Settimeout doesn't guarantee that the callback function passe inside it shall surely get executed after the specified interval. The specified interval is just the minimum interval needed after which the callback can be executed. SetTimeOut is an asynchronous call. if there are any other async operation waiting in the pipeline already, javascript runs them first.

For understanding how all this happen you need to understand what is an event loop in javascript.

Javascript runtime is single threaded, it just have one call stack, meaning it runs the code sequentially as it is written. Then how on earth does it implement asyncronicity?

So this is what happens under the hood when the javascript run-time encounters an operation that is asyncronous (like an API call, http call, settimeout, event broadcast etc). Please note these functions are not provided in our native javascipt run time engine (for example chromes V8 engine), instead they are provided by the browser (known as webAPIs), which are basically threads that you can make call to and they fork off an independent path of execution, separate from the javascript run-time execution flow, and thats how concurrency is actually achieved.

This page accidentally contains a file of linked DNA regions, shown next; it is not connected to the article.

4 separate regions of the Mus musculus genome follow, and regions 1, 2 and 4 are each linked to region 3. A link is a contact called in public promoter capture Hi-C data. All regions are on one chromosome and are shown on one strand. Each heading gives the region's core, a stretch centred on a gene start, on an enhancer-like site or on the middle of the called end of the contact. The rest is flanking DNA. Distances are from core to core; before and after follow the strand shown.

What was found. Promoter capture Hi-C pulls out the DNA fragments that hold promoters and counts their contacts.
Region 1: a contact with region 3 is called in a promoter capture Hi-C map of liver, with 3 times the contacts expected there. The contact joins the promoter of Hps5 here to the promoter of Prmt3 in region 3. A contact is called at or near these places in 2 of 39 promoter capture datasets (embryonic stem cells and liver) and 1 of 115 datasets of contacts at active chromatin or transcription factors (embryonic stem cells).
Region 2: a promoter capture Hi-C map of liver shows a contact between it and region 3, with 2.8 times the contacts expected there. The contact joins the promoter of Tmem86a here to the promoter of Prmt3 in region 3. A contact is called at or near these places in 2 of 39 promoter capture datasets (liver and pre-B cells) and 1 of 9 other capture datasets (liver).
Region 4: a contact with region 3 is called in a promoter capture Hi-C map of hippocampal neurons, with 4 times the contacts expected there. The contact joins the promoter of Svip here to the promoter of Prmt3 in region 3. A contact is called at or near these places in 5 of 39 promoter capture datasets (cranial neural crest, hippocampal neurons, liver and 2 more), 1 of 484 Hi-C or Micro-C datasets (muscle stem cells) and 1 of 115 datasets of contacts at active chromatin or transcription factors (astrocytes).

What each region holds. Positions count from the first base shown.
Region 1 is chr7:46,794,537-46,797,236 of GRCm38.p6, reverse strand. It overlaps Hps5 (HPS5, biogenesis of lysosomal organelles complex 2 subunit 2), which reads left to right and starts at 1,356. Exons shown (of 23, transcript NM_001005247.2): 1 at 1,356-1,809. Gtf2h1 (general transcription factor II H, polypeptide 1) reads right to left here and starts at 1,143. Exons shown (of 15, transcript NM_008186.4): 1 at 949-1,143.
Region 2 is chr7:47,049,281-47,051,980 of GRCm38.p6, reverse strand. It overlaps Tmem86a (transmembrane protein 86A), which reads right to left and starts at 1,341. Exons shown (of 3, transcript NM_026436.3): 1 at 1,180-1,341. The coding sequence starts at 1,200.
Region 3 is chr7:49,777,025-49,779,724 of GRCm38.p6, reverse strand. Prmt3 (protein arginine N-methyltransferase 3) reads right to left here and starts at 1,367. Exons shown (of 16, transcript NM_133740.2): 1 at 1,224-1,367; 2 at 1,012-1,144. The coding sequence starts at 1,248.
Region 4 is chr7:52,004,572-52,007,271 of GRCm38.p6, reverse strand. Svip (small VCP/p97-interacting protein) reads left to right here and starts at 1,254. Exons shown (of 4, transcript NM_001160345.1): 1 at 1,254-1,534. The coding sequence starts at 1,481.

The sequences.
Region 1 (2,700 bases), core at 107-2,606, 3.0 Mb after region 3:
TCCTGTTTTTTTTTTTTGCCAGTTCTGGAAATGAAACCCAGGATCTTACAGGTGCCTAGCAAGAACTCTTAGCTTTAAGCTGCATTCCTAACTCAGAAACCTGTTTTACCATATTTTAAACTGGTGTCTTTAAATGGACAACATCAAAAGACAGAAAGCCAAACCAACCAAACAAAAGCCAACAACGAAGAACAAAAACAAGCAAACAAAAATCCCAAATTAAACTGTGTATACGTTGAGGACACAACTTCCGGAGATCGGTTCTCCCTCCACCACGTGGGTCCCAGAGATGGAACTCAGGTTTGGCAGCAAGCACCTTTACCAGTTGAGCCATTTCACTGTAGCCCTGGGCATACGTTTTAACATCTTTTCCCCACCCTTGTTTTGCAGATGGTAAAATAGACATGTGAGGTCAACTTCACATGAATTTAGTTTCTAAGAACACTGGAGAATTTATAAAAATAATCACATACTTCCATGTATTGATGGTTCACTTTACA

The question arises that Javascript run time is still single threaded. So how does these webAPI inturrpt the runtime flow and provide their results when they are complete? They can not just prompt the javascript runtime anytime when they are finished and provide their results to it? There must be some mechanism.

So javascript just makes the call to these webAPI's and does not wait for the output of the call. It simply goes on and execute the code that follows the call, and thats how the dosomething() in the problem, gets executed before the postDate event is listened and served).

Meanwhile the forked thread processes the http call or the setTimeout or handle the event etc, whatever the async call was made for. And when its done, the callback is pushed onto a event queue (task queue) (Note that multiple callback returns can be pushed into this queue.). But they are not run right away.